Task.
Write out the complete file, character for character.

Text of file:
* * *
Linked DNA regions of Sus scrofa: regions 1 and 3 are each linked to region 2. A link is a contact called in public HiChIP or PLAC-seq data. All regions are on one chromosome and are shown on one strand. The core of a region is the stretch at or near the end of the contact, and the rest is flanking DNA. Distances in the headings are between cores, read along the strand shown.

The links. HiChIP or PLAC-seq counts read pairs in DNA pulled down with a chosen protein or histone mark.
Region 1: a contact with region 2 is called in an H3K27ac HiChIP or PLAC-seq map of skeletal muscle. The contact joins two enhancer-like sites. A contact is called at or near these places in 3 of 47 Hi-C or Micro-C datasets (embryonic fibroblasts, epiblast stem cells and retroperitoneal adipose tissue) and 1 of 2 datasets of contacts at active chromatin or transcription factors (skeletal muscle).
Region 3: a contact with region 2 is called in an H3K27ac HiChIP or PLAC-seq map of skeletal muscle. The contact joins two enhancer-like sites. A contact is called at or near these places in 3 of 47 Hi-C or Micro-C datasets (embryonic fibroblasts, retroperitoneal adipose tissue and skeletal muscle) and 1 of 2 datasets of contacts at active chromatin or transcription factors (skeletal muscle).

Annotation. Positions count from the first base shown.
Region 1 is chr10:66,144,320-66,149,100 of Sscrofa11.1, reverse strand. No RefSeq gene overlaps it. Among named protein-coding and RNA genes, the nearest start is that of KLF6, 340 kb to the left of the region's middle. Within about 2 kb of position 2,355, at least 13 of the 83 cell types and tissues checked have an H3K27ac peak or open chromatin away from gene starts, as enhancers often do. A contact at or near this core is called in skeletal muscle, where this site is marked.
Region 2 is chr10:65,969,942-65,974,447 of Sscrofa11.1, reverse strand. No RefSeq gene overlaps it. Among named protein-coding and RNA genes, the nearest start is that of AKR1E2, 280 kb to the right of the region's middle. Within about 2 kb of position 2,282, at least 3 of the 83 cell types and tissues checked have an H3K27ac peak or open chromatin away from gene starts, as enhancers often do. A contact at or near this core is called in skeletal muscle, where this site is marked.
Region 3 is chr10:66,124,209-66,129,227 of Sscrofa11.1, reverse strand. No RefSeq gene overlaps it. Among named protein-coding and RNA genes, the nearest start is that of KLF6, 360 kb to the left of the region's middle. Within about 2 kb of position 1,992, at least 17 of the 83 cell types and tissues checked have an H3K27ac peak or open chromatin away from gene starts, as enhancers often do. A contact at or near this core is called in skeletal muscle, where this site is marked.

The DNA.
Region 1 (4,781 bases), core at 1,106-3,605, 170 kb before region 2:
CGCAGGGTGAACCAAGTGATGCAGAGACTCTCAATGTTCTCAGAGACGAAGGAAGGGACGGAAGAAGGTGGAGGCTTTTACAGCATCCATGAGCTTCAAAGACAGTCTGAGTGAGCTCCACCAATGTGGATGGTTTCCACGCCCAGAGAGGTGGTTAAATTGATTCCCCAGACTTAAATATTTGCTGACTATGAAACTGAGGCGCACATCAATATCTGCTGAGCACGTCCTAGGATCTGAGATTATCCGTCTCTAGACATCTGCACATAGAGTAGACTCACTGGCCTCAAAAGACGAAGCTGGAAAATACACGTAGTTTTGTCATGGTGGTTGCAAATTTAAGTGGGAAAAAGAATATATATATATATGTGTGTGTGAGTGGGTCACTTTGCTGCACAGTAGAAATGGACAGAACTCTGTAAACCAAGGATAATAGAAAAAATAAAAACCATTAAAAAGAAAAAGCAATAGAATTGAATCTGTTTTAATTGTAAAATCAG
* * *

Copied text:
Linked DNA regions of Sus scrofa: regions 1 and 3 are each linked to region 2. A link is a contact called in public HiChIP or PLAC-seq data. All regions are on one chromosome and are shown on one strand. The core of a region is the stretch at or near the end of the contact, and the rest is flanking DNA. Distances in the headings are between cores, read along the strand shown.

The links. HiChIP or PLAC-seq counts read pairs in DNA pulled down with a chosen protein or histone mark.
Region 1: a contact with region 2 is called in an H3K27ac HiChIP or PLAC-seq map of skeletal muscle. The contact joins two enhancer-like sites. A contact is called at or near these places in 3 of 47 Hi-C or Micro-C datasets (embryonic fibroblasts, epiblast stem cells and retroperitoneal adipose tissue) and 1 of 2 datasets of contacts at active chromatin or transcription factors (skeletal muscle).
Region 3: a contact with region 2 is called in an H3K27ac HiChIP or PLAC-seq map of skeletal muscle. The contact joins two enhancer-like sites. A contact is called at or near these places in 3 of 47 Hi-C or Micro-C datasets (embryonic fibroblasts, retroperitoneal adipose tissue and skeletal muscle) and 1 of 2 datasets of contacts at active chromatin or transcription factors (skeletal muscle).

Annotation. Positions count from the first base shown.
Region 1 is chr10:66,144,320-66,149,100 of Sscrofa11.1, reverse strand. No RefSeq gene overlaps it. Among named protein-coding and RNA genes, the nearest start is that of KLF6, 340 kb to the left of the region's middle. Within about 2 kb of position 2,355, at least 13 of the 83 cell types and tissues checked have an H3K27ac peak or open chromatin away from gene starts, as enhancers often do. A contact at or near this core is called in skeletal muscle, where this site is marked.
Region 2 is chr10:65,969,942-65,974,447 of Sscrofa11.1, reverse strand. No RefSeq gene overlaps it. Among named protein-coding and RNA genes, the nearest start is that of AKR1E2, 280 kb to the right of the region's middle. Within about 2 kb of position 2,282, at least 3 of the 83 cell types and tissues checked have an H3K27ac peak or open chromatin away from gene starts, as enhancers often do. A contact at or near this core is called in skeletal muscle, where this site is marked.
Region 3 is chr10:66,124,209-66,129,227 of Sscrofa11.1, reverse strand. No RefSeq gene overlaps it. Among named protein-coding and RNA genes, the nearest start is that of KLF6, 360 kb to the left of the region's middle. Within about 2 kb of position 1,992, at least 17 of the 83 cell types and tissues checked have an H3K27ac peak or open chromatin away from gene starts, as enhancers often do. A contact at or near this core is called in skeletal muscle, where this site is marked.

The DNA.
Region 1 (4,781 bases), core at 1,106-3,605, 170 kb before region 2:
CGCAGGGTGAACCAAGTGATGCAGAGACTCTCAATGTTCTCAGAGACGAAGGAAGGGACGGAAGAAGGTGGAGGCTTTTACAGCATCCATGAGCTTCAAAGACAGTCTGAGTGAGCTCCACCAATGTGGATGGTTTCCACGCCCAGAGAGGTGGTTAAATTGATTCCCCAGACTTAAATATTTGCTGACTATGAAACTGAGGCGCACATCAATATCTGCTGAGCACGTCCTAGGATCTGAGATTATCCGTCTCTAGACATCTGCACATAGAGTAGACTCACTGGCCTCAAAAGACGAAGCTGGAAAATACACGTAGTTTTGTCATGGTGGTTGCAAATTTAAGTGGGAAAAAGAATATATATATATATGTGTGTGTGAGTGGGTCACTTTGCTGCACAGTAGAAATGGACAGAACTCTGTAAACCAAGGATAATAGAAAAAATAAAAACCATTAAAAAGAAAAAGCAATAGAATTGAATCTGTTTTAATTGTAAAATCAG